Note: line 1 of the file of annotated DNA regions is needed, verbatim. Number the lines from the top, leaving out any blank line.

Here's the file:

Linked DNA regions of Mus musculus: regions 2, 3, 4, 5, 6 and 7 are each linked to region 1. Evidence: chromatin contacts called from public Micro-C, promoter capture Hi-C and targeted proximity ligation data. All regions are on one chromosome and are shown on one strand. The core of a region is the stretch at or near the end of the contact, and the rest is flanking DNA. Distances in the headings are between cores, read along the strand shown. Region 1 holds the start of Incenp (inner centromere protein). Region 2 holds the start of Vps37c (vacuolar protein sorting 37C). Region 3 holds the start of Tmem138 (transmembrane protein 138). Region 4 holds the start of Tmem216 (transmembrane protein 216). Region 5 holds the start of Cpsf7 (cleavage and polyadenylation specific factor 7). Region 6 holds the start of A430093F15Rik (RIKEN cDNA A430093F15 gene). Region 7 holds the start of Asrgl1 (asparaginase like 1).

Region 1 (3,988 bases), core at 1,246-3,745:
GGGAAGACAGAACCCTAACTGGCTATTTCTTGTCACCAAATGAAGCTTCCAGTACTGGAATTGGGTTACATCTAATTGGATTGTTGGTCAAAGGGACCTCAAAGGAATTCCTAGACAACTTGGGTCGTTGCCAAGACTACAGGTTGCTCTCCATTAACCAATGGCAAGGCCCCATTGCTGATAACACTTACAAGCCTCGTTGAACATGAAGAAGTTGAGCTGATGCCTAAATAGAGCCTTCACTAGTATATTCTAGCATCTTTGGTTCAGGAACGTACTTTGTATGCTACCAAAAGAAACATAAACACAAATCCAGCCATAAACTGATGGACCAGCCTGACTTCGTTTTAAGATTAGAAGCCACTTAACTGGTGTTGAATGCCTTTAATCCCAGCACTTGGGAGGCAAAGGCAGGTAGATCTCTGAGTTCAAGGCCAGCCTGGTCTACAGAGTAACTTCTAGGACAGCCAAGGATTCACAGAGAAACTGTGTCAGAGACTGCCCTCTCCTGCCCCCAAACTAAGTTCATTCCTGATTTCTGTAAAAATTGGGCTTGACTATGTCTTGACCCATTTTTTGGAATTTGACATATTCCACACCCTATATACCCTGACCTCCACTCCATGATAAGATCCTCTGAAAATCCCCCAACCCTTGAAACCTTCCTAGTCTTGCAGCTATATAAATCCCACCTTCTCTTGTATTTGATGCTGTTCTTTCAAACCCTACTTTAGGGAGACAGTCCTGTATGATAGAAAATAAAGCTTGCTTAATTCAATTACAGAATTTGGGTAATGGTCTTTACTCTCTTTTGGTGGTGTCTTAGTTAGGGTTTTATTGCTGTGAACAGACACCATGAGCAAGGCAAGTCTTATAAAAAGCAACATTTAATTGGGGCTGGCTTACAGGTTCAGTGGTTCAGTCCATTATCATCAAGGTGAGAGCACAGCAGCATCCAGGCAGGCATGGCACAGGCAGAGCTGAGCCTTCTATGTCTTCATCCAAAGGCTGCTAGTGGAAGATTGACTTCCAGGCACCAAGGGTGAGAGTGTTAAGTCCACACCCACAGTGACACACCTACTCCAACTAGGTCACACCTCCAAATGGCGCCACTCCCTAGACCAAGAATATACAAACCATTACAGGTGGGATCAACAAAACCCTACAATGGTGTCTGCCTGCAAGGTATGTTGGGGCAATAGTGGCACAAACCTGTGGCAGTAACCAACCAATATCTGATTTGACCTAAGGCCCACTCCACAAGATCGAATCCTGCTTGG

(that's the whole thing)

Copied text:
Linked DNA regions of Mus musculus: regions 2, 3, 4, 5, 6 and 7 are each linked to region 1. Evidence: chromatin contacts called from public Micro-C, promoter capture Hi-C and targeted proximity ligation data. All regions are on one chromosome and are shown on one strand. The core of a region is the stretch at or near the end of the contact, and the rest is flanking DNA. Distances in the headings are between cores, read along the strand shown. Region 1 holds the start of Incenp (inner centromere protein). Region 2 holds the start of Vps37c (vacuolar protein sorting 37C). Region 3 holds the start of Tmem138 (transmembrane protein 138). Region 4 holds the start of Tmem216 (transmembrane protein 216). Region 5 holds the start of Cpsf7 (cleavage and polyadenylation specific factor 7). Region 6 holds the start of A430093F15Rik (RIKEN cDNA A430093F15 gene). Region 7 holds the start of Asrgl1 (asparaginase like 1).